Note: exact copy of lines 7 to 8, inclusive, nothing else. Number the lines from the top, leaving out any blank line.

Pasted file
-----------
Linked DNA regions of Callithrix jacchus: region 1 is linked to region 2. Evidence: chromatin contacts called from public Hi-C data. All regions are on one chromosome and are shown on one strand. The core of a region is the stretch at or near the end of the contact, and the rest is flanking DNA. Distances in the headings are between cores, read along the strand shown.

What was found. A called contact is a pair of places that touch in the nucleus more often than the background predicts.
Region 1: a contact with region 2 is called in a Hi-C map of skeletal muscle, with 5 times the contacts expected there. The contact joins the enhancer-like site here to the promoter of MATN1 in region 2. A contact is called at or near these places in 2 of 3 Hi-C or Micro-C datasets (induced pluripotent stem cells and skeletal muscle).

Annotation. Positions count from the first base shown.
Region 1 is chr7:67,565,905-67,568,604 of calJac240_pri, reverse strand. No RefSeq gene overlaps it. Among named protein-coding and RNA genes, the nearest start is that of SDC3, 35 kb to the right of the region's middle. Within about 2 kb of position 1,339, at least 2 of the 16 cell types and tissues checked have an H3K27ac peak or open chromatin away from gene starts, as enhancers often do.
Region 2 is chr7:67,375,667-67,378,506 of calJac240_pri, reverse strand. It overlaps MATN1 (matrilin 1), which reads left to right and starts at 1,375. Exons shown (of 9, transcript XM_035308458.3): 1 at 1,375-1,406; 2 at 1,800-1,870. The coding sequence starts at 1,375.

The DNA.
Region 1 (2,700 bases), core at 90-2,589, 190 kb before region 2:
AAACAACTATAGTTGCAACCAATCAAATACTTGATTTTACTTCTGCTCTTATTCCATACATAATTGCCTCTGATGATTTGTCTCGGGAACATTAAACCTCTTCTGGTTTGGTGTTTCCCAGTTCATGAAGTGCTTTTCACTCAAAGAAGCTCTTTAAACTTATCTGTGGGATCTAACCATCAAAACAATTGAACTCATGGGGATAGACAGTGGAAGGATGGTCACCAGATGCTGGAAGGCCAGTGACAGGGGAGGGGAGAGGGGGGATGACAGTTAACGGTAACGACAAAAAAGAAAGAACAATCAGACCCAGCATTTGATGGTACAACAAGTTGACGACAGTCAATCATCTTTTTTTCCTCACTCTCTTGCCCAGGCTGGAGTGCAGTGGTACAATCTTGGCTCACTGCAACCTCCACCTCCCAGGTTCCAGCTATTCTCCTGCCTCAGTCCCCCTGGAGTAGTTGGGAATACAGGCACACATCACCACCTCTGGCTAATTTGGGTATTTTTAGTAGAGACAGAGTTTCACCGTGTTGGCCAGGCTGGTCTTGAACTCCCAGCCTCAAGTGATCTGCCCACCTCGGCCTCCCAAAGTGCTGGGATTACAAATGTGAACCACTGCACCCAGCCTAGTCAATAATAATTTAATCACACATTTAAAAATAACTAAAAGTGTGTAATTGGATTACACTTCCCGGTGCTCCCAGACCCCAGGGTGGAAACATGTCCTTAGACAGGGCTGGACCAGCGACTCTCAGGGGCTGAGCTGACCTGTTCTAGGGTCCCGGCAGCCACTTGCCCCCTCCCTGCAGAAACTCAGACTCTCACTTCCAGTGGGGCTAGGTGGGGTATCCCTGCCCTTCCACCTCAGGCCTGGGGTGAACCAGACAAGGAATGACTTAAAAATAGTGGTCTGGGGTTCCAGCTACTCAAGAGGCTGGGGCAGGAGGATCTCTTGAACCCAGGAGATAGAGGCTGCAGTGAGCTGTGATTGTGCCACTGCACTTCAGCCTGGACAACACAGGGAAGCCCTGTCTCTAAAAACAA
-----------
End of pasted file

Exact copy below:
The DNA.
Region 1 (2,700 bases), core at 90-2,589, 190 kb before region 2: